From the Darlington & Stockton Times of December 23, 1871

IT was as if Charles Dickens himself had taken over the pages of the D&S Times of 150 years ago this week as the paper described a very Victorian Christmas – complete with a very Dickensian ghost.

“That Christmas is nigh is evidenced by the profusion of good cheer observable on every hand as we walk through the streets of the north of England,” said the paper. “Huge lumps of beef, tempting in their rich mixture of red and yellow and set off to the best advantage by a judicious arrangement of decorations fill the butchers’ shops from floor to ceiling, while in nearly all classes of trade – especially dealers in edibles – there is some manifestation in token of the Christmas-tide.

“Grocers’ shops are perfectly redolent with the fruits and spices of distant climes which, moreover, are set out in tempting array in the windows, whilst fruiterers have added to their stock of luscious attractions the retailing of plants and greenery germane to the season – the shining leaves of the holly prettily blending with the pearly berries of the mistletoe.

“Game dealers add their quota in loads of geese, turkeys, rabbits and hares, confectioners are rich in sweets, twelfth cake and other delicacies, and the wine and beer sellers also determine not to be left out in their efforts to cater for the devotees of the merrie Christmas.”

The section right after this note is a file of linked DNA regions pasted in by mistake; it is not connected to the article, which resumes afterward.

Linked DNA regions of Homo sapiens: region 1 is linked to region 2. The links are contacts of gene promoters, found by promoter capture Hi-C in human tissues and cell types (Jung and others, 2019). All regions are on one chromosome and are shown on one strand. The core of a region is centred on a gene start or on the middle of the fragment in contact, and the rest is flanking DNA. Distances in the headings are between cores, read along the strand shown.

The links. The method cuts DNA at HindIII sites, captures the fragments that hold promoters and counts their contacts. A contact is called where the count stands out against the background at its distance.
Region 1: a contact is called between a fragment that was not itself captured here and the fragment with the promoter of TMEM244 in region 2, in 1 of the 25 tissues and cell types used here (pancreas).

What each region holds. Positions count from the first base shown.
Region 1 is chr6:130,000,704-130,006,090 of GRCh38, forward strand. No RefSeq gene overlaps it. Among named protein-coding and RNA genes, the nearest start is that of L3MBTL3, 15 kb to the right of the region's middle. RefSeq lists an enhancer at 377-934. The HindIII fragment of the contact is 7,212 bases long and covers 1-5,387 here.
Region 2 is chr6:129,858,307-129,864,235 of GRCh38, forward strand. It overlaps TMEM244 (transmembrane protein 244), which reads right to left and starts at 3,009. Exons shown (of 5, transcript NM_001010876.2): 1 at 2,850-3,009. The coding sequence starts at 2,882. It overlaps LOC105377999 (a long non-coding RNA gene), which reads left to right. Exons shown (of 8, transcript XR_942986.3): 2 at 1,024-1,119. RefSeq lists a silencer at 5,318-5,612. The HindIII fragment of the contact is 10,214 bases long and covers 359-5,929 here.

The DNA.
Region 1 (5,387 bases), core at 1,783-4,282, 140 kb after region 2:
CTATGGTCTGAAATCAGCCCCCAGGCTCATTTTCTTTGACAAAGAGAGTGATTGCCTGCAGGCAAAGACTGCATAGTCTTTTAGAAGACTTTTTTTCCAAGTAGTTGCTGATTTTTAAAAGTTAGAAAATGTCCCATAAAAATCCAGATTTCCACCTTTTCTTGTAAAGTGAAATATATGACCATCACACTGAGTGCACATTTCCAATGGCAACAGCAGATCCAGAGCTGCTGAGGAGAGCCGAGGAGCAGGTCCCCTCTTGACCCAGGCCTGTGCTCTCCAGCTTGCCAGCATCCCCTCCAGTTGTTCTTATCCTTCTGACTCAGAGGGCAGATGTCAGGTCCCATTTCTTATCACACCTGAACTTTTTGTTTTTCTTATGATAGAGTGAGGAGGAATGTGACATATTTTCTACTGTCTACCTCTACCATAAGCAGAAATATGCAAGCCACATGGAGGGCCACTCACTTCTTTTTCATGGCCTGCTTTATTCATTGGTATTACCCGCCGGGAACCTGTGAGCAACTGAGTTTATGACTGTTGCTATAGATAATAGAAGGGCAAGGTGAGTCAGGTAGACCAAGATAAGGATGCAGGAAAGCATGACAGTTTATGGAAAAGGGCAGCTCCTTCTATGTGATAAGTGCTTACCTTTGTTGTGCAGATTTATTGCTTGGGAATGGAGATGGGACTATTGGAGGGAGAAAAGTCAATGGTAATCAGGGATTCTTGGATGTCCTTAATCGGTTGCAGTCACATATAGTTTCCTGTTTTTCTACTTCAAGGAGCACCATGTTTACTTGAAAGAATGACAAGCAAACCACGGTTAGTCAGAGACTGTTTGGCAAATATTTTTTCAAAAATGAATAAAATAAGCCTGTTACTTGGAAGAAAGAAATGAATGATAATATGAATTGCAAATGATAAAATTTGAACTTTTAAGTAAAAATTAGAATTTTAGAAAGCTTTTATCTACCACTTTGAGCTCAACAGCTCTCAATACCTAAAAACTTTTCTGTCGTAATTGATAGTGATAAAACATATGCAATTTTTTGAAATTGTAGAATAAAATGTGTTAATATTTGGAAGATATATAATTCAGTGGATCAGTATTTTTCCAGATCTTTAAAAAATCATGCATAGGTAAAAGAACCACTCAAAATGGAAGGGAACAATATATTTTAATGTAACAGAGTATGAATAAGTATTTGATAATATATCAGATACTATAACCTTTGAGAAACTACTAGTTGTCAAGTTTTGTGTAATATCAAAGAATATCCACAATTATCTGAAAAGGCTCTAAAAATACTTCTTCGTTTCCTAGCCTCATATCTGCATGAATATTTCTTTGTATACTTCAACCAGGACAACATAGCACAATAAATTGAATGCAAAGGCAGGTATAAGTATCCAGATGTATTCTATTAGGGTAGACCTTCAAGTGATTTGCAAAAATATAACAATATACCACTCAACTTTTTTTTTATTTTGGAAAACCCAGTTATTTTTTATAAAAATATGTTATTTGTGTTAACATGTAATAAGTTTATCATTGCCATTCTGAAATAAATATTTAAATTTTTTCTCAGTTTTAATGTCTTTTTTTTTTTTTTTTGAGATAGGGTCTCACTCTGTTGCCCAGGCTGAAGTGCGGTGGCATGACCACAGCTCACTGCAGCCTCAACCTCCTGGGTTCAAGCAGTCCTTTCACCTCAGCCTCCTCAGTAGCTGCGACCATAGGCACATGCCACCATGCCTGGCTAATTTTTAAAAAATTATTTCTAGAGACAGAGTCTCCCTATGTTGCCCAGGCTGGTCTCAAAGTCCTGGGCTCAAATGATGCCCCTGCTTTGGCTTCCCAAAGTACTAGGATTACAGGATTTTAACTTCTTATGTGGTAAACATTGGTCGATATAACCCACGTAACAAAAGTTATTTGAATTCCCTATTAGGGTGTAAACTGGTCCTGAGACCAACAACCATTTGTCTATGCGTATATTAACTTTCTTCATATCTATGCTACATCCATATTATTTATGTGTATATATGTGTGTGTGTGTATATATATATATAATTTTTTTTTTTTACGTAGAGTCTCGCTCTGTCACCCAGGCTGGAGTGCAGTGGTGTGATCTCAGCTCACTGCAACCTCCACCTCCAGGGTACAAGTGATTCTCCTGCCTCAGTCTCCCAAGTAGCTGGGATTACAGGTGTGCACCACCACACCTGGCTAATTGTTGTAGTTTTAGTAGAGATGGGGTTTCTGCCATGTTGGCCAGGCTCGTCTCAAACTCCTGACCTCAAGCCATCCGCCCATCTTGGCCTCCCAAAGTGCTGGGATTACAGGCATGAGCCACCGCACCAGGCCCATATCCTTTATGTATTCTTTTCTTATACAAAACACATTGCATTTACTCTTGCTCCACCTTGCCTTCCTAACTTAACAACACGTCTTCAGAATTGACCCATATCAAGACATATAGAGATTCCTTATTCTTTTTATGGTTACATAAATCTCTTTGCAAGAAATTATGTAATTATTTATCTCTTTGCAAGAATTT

And there was also “a local ghost story” which, said the paper, might have sounded fantastical but “has the evidence of so many persons that it cannot be rejected”.

Darlington and Stockton Times:

This curious haunting at happened at Ellerton-on-Swale, a hamlet now with a tearoom and garden centre attached between Scorton and Northallerton. At about 2pm on December 15, a “widow woman” who lived in a roadside cottage with her grandchild was subjected to knockings on the door but when she answered, no one was there.

Then there followed a barrage of stones which lasted for hours. Neighbours set up watch to defend her, but still the stones kept coming, with the neighbours unable to find where they were coming from.

“A cessation took place near midnight, only to be renewed the following morning, and the pelting continued into the afternoon without any discovery being made as to the cause,” said the D&S. “The old woman was in the greatest consternation, and evidently ascribed the visitation to the evil one.

“Strange to say every stone was aimed at the windows with such unerring precision that there is scarcely a whole pane left in any of them. Some of these stones were larger than a man’s hand, which entirely does away with the supposition that they have been thrown by a catapult.”

And there the mystery of the seasonal stone-throwing ghost of Ellerton was allowed to rest.